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Carrowkeel Tombs
Tuamaí na Ceathrún Caoile
Two of the tombs at Carrowkeel.
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Location County Sligo, Ireland
Type passage tomb complex
Area 2km2
Founded c. 3500 BC - 2900 BC
Periods Neolithic
National Monument of Ireland
Official name Carrowkeel Passage Tomb Cemetery
Reference no. 518

Carrowkeel is a cluster of passage tombs in south County Sligo, Ireland. They were built in the 4th millennium BC, during the Neolithic era. The monuments are on the Bricklieve Hills (An Bricshliabh, 'the speckled hills'), overlooking Lough Arrow, and are sometimes called the Bricklieve tombs. They are named after the townland of Carrowkeel in which most of them are located. Nearby are the Caves of Kesh and Heapstown Cairn. The Carrowkeel tombs are protected National Monuments and are considered one of the "big four" passage tomb cemeteries in Ireland, along with Carrowmore, Brú na Bóinne and Loughcrew.

History and research

The monuments at Carrowkeel were originally excavated in 1911 by a team led by R.A.S. Macalister, accompanied by Robert Lloyd Praeger and Edmund Clarence Richard Armstrong. These excavations led to an array of findings including animal bones, cremated human remains, human bones, and tools and pottery from the Neolithic Age. The particular type of crude pottery found in the Irish passage tombs is called Carrowkeel Ware, having first been recorded in the Carrowkeel Monuments. Some pottery has also been identified from the Bronze Age. Some of the artefacts recovered are stored in the National Museum of Ireland, but most of the bone assemblage was transported to Cambridge University, where Macalister's father, Alexander, was a Professor.

Praeger recorded an eerie account of the first entry into one of the Carrowkeel monuments.

"I lit three candles and stood awhile, to let my eyes accustom themselves to the dim light. There was everything, just as the last Bronze Age man (sic) had left it, three to four thousand years before. A light brownish dust covered all... There beads of stone, bone implements made from Red Deer antlers, and many fragments of much decayed pottery. On little raised recesses in the wall were flat stones, on which reposed the calcinated bones of young children.",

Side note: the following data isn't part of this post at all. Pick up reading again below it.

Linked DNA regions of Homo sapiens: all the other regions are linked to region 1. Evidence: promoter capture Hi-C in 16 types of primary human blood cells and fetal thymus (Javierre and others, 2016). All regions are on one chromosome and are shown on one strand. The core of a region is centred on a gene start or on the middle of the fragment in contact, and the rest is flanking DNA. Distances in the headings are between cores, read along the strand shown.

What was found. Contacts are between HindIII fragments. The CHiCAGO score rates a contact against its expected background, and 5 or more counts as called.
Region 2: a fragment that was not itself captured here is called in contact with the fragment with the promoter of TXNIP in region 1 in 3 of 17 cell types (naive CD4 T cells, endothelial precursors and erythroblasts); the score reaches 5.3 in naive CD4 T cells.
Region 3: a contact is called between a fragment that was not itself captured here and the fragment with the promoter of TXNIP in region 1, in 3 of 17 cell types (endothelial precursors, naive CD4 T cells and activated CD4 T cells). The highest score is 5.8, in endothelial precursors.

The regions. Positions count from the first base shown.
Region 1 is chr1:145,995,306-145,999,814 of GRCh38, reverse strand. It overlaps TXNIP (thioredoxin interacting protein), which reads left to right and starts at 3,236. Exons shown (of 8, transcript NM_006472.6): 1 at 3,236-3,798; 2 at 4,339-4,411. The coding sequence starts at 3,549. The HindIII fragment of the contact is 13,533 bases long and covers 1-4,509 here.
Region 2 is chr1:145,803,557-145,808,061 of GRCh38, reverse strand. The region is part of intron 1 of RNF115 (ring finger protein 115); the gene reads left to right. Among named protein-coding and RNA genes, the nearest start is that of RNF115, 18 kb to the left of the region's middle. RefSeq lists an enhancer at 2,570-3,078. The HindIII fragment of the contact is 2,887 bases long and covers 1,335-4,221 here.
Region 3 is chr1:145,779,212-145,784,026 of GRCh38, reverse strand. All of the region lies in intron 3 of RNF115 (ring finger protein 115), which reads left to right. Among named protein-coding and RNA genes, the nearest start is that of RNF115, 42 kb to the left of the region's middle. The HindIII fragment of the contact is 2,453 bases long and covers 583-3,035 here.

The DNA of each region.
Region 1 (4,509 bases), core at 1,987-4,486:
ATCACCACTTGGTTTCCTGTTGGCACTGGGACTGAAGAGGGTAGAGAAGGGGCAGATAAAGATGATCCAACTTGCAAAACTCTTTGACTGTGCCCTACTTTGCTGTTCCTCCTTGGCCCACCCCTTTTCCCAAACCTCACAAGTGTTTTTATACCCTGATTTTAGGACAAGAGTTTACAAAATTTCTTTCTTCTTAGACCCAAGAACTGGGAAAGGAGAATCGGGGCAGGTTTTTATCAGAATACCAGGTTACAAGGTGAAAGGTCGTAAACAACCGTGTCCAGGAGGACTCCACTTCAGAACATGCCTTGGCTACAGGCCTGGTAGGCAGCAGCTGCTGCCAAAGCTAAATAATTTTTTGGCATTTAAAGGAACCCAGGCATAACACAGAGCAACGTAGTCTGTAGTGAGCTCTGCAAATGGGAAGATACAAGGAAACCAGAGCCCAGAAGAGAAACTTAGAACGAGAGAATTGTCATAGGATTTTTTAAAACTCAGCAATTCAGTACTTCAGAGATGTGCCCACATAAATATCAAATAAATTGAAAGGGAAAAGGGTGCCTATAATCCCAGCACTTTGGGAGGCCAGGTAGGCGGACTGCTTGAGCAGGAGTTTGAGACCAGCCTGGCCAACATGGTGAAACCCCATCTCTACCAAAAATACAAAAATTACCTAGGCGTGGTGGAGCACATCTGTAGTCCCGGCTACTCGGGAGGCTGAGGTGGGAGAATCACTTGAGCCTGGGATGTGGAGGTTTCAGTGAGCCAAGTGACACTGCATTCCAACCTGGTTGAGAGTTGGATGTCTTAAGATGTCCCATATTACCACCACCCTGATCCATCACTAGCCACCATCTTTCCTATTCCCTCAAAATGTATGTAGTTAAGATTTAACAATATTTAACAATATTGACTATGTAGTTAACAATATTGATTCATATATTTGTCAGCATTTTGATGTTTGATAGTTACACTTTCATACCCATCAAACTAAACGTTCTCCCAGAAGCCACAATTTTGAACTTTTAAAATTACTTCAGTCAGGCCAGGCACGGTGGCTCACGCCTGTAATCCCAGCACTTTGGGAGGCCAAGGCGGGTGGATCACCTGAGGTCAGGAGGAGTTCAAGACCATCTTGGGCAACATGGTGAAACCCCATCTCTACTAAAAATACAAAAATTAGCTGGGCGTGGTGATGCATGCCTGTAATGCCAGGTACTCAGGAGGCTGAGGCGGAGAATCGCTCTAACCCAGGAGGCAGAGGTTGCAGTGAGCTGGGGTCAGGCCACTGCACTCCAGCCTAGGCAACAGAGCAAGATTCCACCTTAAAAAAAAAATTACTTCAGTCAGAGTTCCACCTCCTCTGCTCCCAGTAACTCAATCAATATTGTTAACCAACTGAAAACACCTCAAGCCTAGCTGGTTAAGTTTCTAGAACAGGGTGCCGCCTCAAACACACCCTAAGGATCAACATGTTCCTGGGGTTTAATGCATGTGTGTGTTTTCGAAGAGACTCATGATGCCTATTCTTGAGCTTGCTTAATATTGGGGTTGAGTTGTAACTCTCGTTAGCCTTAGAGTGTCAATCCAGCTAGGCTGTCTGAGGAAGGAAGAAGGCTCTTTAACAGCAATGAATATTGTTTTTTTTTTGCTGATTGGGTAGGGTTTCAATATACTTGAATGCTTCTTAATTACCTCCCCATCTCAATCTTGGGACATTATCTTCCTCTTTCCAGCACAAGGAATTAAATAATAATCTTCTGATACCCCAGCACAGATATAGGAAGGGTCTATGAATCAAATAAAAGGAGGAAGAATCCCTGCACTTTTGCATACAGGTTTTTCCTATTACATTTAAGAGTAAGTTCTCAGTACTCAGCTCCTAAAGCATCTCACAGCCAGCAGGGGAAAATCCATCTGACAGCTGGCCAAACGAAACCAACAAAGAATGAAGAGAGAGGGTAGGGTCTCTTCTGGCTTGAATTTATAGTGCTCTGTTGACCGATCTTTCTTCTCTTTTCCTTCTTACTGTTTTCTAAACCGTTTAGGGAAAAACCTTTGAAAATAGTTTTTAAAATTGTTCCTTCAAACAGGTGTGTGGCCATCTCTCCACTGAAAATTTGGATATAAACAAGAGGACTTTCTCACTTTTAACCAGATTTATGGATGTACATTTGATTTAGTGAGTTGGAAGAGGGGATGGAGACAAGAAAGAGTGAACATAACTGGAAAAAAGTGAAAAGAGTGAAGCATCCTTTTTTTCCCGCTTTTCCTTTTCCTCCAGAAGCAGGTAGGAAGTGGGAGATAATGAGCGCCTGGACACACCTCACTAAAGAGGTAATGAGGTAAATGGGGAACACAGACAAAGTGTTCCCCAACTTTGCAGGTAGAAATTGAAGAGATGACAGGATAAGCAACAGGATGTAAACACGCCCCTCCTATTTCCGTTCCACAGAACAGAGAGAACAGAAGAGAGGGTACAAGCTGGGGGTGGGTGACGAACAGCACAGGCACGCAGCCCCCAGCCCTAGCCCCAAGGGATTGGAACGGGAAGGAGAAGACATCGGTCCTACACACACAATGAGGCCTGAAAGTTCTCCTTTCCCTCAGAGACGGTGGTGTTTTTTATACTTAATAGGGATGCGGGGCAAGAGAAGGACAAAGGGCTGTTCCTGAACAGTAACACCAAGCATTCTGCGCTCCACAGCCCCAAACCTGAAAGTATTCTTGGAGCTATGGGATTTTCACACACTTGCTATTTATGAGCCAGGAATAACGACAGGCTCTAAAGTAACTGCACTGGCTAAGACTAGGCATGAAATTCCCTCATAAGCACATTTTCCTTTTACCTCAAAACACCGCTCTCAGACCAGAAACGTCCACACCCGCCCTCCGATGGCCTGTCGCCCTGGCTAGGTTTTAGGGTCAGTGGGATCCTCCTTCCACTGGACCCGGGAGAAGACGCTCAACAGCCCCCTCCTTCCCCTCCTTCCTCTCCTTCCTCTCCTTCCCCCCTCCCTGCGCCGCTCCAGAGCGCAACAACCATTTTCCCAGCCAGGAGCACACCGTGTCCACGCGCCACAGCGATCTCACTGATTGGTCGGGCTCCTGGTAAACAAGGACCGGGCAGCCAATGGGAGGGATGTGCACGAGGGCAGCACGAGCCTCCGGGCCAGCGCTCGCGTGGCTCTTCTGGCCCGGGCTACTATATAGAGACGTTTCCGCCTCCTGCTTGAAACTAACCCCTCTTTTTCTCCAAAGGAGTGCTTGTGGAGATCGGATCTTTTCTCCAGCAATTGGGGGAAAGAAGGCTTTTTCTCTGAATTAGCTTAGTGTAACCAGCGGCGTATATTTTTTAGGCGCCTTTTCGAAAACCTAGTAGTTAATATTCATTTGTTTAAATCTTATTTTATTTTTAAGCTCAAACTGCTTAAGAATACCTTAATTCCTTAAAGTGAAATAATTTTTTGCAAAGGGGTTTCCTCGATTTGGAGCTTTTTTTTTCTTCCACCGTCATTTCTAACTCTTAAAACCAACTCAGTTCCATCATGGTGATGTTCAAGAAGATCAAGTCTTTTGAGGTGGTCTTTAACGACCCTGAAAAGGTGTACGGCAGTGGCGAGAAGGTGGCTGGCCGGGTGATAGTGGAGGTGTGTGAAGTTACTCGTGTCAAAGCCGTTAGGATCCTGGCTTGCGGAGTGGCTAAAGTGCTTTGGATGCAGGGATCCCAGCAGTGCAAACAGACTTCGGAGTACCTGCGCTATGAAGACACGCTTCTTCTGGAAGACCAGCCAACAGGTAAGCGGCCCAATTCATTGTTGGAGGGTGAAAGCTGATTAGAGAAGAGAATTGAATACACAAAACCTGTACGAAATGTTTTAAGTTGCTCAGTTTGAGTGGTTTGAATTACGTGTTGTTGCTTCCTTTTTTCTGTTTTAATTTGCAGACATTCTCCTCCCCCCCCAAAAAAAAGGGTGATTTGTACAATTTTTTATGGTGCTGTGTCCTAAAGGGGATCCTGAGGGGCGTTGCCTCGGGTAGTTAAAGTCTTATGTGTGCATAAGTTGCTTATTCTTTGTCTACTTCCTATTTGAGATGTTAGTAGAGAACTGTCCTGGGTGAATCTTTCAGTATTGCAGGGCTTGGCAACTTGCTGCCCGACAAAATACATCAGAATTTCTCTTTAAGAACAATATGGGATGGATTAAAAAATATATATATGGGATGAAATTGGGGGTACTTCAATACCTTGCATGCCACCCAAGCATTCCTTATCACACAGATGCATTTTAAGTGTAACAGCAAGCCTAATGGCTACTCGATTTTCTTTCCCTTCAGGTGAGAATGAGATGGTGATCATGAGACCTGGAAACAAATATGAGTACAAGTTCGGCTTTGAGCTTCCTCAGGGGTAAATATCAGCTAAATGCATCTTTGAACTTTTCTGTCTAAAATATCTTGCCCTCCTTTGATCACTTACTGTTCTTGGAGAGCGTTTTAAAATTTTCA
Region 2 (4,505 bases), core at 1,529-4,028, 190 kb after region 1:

The bones curated in Cambridge at the Leverhulme Centre for Human Evolutionary Studies were researched by the Human Population Dynamics at Carrowkeel Project. The original excavation mistakenly dated the monuments as Bronze Age structures, but the new study has shown that the sites were in use between c. 3,500 and 2,500 Cal. BC. Of 22 stable isotope samples, the majority indicated that the dead had grown up in a carboniferous limestone region, probably close to Carrowkeel. The DNA genomes assembled from six individuals indicated ancestral origins in Anatolia, and greater affinity with the Mediterranean than the Danubian expansion of early farming in Europe.

Carrowkeel is set on high ground above Lough Arrow in the Bricklieve Mountains. There are fourteen passage tombs in the central core of the complex at Carrowkeel; some can be entered by crawling through a narrow passage. The entrances and passages of the monuments are often oriented North West, towards the area of Cúil Irra, Knocknarea and Carrowmore. Twelve more passage tombs are located within a radius of 6km, sometimes at elevated locations such as the Keshcorran group, or Suigh Lughaidh. One of these outliers is situated at the north end of Lough Arrow and NW Carrowkeel; the giant passage tomb, Heapstown Cairn. This is part of the legendary Moytura, a site of battles between the Tuatha Dé Danann, the ancient gods of Ireland, and the demonic Fomorians.


Visitors to the site are asked not to climb on or damage the monuments in any way, and not to take anything in or out of the tombs. Irish folklore holds that it is bad luck to damage or disrespect such tombs and that doing so could bring a curse. Some parts of the site contain deep crevices, holes and cliff faces.


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